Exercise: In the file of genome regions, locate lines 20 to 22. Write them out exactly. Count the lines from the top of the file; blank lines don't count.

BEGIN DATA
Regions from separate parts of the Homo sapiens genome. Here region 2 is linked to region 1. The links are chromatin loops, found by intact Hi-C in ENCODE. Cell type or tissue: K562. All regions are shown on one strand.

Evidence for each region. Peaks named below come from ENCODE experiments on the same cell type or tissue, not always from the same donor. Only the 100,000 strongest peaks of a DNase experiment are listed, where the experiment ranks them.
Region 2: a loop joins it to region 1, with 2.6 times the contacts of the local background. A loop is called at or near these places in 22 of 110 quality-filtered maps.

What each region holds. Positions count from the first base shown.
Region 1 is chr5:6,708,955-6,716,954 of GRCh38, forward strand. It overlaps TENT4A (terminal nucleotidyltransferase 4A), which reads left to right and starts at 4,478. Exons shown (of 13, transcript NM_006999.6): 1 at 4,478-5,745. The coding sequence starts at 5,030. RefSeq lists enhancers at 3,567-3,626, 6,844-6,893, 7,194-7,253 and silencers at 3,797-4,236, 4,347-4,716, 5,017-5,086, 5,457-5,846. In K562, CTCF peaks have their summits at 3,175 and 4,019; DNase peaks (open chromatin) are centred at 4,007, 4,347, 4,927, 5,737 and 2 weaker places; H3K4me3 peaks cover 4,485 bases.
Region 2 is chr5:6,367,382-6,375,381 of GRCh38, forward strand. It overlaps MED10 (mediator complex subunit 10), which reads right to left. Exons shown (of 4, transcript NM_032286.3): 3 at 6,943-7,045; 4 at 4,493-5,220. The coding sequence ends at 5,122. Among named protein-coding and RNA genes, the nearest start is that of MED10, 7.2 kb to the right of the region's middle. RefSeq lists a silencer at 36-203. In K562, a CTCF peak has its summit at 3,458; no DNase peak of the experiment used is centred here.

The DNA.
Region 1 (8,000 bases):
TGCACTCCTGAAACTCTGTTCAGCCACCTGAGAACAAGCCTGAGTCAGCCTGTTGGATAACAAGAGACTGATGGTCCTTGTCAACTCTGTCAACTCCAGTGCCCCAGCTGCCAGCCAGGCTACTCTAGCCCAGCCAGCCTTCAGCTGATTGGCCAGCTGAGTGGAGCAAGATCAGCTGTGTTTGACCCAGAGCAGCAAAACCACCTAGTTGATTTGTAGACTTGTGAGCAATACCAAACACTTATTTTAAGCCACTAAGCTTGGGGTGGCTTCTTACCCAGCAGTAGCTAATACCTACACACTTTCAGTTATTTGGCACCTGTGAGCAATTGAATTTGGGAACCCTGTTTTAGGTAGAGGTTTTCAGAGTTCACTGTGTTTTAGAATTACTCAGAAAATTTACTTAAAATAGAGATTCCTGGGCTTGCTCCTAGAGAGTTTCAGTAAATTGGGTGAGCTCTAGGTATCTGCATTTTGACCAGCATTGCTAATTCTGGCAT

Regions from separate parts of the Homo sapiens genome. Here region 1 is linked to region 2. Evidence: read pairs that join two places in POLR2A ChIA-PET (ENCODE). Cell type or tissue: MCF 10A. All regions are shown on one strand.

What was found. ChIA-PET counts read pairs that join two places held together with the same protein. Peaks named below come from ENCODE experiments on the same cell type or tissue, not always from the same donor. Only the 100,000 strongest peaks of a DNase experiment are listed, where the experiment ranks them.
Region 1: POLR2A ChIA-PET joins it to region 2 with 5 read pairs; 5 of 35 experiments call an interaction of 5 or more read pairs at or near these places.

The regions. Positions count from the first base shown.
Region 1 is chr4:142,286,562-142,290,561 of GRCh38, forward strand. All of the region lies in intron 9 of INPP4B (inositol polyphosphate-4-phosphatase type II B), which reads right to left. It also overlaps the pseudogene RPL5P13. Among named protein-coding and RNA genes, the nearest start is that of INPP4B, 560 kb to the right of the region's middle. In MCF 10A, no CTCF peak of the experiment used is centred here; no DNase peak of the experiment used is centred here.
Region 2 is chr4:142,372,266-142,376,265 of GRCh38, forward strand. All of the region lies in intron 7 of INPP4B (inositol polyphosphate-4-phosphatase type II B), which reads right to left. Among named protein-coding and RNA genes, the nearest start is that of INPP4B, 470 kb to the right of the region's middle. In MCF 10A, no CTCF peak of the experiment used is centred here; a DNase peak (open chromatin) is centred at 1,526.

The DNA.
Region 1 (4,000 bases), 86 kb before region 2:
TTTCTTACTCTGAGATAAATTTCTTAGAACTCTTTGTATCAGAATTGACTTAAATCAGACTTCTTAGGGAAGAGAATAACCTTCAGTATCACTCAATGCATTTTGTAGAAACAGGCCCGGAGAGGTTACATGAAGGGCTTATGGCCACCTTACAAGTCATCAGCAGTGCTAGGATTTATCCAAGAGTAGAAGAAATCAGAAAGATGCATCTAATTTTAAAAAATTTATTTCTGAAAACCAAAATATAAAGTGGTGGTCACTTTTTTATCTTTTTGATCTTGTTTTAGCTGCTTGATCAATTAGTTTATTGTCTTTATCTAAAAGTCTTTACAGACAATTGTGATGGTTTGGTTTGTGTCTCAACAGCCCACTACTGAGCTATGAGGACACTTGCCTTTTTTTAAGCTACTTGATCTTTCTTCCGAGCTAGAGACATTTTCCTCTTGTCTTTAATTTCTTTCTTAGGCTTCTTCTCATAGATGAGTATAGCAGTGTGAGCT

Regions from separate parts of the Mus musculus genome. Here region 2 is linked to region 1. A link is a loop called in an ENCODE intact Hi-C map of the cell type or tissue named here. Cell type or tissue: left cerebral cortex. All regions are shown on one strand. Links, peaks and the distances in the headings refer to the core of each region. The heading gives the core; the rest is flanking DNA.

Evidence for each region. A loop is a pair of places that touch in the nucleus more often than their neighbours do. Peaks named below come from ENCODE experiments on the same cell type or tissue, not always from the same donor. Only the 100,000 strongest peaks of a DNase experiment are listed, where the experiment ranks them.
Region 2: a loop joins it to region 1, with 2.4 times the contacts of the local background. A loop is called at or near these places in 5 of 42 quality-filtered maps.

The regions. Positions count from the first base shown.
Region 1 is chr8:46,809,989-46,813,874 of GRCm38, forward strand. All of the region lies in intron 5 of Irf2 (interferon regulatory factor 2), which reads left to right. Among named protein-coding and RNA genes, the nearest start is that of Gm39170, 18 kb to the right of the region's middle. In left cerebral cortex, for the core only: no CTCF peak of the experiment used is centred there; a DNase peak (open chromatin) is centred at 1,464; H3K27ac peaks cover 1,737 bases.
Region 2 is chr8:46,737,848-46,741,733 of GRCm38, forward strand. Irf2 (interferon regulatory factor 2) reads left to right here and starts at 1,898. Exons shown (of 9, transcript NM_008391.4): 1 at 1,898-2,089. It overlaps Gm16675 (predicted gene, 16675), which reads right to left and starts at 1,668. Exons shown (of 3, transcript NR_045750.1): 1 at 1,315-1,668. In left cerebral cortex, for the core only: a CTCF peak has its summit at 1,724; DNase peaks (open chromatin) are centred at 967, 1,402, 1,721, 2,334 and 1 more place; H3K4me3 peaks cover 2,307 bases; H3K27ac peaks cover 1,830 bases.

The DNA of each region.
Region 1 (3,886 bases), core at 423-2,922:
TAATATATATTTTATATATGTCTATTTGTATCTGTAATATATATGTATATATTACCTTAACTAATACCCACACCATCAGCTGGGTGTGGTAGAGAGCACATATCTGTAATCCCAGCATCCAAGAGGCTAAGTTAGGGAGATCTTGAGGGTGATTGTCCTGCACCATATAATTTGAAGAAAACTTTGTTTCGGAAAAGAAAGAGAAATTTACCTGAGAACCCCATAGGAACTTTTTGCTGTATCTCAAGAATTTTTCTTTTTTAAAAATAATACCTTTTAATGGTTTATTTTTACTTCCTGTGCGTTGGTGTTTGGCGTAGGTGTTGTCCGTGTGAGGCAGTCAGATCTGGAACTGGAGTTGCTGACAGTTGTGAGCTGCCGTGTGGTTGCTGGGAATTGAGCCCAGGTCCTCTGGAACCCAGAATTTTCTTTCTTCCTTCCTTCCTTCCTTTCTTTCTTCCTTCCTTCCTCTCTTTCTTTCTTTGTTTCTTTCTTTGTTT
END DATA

Evidence for each region. A loop is a pair of places that touch in the nucleus more often than their neighbours do. Peaks named below come from ENCODE experiments on the same cell type or tissue, not always from the same donor. Only the 100,000 strongest peaks of a DNase experiment are listed, where the experiment ranks them.
Region 2: a loop joins it to region 1, with 2.4 times the contacts of the local background. A loop is called at or near these places in 5 of 42 quality-filtered maps.

The regions. Positions count from the first base shown.